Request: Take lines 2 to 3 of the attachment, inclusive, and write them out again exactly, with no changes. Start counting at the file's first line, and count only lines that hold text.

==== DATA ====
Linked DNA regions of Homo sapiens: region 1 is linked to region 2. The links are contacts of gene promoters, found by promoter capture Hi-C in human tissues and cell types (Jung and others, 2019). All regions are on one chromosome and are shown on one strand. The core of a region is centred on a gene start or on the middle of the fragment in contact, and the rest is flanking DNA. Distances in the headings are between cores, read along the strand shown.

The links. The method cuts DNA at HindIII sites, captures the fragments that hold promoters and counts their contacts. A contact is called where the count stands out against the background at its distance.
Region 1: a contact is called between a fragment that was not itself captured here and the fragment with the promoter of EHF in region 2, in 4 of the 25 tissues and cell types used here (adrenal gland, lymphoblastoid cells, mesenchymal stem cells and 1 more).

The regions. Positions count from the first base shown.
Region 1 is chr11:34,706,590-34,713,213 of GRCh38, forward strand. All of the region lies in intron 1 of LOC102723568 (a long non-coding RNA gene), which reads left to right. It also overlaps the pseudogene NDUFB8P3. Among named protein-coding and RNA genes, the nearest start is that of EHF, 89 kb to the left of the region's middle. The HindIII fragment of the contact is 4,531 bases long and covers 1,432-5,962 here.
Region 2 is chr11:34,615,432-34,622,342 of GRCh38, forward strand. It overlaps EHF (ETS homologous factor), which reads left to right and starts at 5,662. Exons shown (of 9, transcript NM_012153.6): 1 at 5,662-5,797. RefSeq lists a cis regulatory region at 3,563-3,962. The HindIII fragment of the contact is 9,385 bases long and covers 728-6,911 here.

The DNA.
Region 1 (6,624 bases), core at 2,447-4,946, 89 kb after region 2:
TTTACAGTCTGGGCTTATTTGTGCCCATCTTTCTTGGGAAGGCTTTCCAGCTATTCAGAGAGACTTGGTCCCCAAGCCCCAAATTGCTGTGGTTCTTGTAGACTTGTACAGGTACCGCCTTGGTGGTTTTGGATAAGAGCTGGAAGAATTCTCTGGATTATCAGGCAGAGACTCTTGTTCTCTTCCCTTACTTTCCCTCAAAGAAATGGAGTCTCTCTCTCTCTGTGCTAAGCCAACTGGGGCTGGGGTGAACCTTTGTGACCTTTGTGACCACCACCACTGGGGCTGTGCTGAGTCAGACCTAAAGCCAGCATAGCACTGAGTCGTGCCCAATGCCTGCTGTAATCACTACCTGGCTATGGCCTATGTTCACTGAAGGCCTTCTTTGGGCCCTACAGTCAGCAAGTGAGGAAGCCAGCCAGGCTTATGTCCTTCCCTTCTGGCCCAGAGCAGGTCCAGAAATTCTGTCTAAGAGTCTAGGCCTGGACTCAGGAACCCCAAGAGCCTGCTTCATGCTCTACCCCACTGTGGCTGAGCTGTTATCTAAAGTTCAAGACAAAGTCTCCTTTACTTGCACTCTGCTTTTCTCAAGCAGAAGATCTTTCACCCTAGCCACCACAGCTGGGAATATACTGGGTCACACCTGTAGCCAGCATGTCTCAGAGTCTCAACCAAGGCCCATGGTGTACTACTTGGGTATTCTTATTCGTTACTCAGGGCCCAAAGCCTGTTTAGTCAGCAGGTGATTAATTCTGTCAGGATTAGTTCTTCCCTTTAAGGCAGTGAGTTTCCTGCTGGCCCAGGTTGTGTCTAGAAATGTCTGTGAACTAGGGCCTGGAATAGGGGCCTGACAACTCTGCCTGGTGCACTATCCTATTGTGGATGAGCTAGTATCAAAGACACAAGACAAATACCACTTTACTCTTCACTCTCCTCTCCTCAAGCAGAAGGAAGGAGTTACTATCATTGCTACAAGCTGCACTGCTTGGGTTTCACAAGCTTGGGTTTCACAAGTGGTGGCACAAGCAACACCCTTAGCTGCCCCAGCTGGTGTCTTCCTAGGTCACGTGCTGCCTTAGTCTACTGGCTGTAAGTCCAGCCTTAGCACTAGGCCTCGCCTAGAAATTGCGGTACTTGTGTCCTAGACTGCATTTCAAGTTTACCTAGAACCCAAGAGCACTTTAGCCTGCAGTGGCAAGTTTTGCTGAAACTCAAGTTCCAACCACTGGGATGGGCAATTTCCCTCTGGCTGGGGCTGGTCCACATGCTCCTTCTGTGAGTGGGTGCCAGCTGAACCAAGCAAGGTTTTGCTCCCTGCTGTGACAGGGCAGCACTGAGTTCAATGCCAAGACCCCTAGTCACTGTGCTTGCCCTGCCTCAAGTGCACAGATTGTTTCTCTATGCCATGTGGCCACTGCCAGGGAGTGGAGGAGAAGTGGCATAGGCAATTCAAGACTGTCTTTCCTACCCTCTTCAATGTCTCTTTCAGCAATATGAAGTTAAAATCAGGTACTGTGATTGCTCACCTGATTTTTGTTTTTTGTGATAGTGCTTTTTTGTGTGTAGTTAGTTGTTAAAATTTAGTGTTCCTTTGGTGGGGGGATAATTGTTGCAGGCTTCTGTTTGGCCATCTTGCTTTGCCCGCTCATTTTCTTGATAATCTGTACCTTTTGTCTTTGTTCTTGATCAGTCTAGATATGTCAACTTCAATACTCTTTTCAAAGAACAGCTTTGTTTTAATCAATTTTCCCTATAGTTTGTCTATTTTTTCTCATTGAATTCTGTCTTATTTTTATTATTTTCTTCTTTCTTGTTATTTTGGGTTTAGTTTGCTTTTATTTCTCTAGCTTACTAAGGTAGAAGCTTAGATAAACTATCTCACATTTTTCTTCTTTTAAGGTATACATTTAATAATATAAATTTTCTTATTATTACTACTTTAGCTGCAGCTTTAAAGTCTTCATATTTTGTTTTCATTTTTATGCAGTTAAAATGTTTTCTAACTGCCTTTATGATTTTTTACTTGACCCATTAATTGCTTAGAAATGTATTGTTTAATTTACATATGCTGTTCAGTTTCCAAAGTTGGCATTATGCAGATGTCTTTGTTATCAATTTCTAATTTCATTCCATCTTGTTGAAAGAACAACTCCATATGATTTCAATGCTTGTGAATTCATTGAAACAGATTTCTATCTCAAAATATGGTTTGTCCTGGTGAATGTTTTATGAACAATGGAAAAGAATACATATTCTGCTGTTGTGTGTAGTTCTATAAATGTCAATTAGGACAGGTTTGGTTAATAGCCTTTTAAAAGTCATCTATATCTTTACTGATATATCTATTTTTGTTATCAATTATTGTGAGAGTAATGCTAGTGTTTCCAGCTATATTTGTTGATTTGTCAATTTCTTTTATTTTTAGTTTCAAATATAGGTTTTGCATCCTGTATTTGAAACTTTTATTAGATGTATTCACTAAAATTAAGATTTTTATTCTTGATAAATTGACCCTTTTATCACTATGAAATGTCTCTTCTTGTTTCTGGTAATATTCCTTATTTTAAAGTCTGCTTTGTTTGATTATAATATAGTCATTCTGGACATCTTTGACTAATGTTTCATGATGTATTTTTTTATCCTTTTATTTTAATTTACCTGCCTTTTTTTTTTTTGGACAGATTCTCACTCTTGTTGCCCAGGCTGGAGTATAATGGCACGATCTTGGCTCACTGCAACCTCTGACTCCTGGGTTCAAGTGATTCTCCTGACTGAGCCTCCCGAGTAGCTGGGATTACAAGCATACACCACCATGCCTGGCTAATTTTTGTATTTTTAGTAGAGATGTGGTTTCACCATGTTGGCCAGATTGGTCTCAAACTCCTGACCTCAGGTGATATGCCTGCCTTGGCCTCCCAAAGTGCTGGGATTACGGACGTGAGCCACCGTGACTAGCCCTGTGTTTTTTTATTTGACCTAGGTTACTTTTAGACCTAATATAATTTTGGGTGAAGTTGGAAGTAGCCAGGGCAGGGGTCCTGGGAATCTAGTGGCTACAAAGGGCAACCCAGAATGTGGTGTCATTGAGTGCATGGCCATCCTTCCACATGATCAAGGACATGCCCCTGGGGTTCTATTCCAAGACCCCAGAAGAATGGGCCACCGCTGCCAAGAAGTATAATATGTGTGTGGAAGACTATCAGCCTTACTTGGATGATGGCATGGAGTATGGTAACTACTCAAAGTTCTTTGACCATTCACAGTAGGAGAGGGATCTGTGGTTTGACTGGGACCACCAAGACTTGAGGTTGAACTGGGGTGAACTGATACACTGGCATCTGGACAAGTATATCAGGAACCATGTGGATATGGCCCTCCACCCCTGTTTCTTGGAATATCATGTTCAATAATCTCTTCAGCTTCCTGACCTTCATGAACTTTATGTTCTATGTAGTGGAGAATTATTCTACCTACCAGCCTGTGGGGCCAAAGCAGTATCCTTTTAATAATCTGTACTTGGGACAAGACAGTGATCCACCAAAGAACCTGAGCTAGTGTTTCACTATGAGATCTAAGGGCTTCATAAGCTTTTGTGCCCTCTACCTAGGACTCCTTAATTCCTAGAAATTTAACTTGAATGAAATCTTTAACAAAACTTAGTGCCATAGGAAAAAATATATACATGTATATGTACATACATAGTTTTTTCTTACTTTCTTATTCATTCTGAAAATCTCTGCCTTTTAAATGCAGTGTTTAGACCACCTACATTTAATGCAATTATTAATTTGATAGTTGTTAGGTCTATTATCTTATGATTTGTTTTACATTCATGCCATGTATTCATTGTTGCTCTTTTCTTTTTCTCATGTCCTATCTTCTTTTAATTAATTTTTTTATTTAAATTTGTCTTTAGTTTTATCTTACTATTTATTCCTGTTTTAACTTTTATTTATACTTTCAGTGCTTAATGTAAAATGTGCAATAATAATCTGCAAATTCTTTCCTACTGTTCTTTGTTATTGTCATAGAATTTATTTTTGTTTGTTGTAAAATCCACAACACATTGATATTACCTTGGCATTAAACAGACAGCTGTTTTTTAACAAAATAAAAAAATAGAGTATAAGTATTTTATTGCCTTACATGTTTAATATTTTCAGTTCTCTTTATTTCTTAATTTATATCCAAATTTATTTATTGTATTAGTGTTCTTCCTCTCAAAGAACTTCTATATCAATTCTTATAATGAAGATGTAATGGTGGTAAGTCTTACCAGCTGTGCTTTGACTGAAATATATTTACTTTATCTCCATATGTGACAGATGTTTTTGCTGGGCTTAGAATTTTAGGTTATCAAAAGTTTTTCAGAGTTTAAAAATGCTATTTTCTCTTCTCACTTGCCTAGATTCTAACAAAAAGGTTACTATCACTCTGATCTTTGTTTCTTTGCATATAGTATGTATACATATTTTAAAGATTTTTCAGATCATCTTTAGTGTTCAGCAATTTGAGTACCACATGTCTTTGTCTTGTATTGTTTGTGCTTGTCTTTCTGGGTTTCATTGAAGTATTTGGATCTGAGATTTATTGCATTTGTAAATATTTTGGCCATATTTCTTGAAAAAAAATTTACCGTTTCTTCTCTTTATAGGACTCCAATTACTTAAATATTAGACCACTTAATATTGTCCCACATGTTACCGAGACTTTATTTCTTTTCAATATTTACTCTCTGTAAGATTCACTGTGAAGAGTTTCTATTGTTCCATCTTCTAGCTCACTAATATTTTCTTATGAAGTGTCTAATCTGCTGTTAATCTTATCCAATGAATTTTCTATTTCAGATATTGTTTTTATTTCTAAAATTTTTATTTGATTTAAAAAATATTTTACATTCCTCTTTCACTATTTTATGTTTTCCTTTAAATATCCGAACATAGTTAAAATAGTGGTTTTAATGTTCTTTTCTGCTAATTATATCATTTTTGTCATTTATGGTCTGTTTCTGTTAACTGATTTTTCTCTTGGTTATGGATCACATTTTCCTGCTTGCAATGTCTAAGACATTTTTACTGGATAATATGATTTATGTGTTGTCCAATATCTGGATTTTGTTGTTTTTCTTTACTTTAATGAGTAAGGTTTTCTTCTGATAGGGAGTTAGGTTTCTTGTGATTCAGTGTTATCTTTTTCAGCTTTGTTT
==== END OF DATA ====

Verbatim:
The links. The method cuts DNA at HindIII sites, captures the fragments that hold promoters and counts their contacts. A contact is called where the count stands out against the background at its distance.
Region 1: a contact is called between a fragment that was not itself captured here and the fragment with the promoter of EHF in region 2, in 4 of the 25 tissues and cell types used here (adrenal gland, lymphoblastoid cells, mesenchymal stem cells and 1 more).